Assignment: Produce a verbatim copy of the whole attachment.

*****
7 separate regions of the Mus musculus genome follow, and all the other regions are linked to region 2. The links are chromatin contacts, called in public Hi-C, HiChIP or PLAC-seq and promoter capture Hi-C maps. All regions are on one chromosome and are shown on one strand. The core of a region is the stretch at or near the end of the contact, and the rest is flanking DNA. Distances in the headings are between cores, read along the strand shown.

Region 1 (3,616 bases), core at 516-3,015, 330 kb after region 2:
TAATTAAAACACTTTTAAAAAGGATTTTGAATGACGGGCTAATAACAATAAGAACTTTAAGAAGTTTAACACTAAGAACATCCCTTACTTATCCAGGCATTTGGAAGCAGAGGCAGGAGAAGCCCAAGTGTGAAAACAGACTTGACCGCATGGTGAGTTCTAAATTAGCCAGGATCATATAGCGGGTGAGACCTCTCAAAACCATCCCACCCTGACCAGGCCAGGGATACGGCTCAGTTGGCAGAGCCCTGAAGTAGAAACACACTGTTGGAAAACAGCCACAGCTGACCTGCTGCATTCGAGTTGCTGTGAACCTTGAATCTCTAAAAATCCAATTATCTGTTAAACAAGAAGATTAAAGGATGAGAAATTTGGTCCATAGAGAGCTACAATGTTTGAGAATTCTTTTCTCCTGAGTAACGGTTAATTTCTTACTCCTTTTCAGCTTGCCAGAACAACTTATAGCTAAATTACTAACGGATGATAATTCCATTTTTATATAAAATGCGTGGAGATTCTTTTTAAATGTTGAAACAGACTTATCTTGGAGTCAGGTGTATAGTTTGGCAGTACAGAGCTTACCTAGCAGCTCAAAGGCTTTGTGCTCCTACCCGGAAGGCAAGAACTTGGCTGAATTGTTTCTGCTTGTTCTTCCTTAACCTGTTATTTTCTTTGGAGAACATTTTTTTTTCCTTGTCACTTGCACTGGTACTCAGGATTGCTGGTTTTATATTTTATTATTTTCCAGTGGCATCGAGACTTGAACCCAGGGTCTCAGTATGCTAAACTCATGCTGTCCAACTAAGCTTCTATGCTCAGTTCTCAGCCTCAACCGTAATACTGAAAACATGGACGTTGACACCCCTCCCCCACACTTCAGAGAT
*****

7 separate regions of the Mus musculus genome follow, and all the other regions are linked to region 2. The links are chromatin contacts, called in public Hi-C, HiChIP or PLAC-seq and promoter capture Hi-C maps. All regions are on one chromosome and are shown on one strand. The core of a region is the stretch at or near the end of the contact, and the rest is flanking DNA. Distances in the headings are between cores, read along the strand shown.

Region 1 (3,616 bases), core at 516-3,015, 330 kb after region 2:
TAATTAAAACACTTTTAAAAAGGATTTTGAATGACGGGCTAATAACAATAAGAACTTTAAGAAGTTTAACACTAAGAACATCCCTTACTTATCCAGGCATTTGGAAGCAGAGGCAGGAGAAGCCCAAGTGTGAAAACAGACTTGACCGCATGGTGAGTTCTAAATTAGCCAGGATCATATAGCGGGTGAGACCTCTCAAAACCATCCCACCCTGACCAGGCCAGGGATACGGCTCAGTTGGCAGAGCCCTGAAGTAGAAACACACTGTTGGAAAACAGCCACAGCTGACCTGCTGCATTCGAGTTGCTGTGAACCTTGAATCTCTAAAAATCCAATTATCTGTTAAACAAGAAGATTAAAGGATGAGAAATTTGGTCCATAGAGAGCTACAATGTTTGAGAATTCTTTTCTCCTGAGTAACGGTTAATTTCTTACTCCTTTTCAGCTTGCCAGAACAACTTATAGCTAAATTACTAACGGATGATAATTCCATTTTTATATAAAATGCGTGGAGATTCTTTTTAAATGTTGAAACAGACTTATCTTGGAGTCAGGTGTATAGTTTGGCAGTACAGAGCTTACCTAGCAGCTCAAAGGCTTTGTGCTCCTACCCGGAAGGCAAGAACTTGGCTGAATTGTTTCTGCTTGTTCTTCCTTAACCTGTTATTTTCTTTGGAGAACATTTTTTTTTCCTTGTCACTTGCACTGGTACTCAGGATTGCTGGTTTTATATTTTATTATTTTCCAGTGGCATCGAGACTTGAACCCAGGGTCTCAGTATGCTAAACTCATGCTGTCCAACTAAGCTTCTATGCTCAGTTCTCAGCCTCAACCGTAATACTGAAAACATGGACGTTGACACCCCTCCCCCACACTTCAGAGAT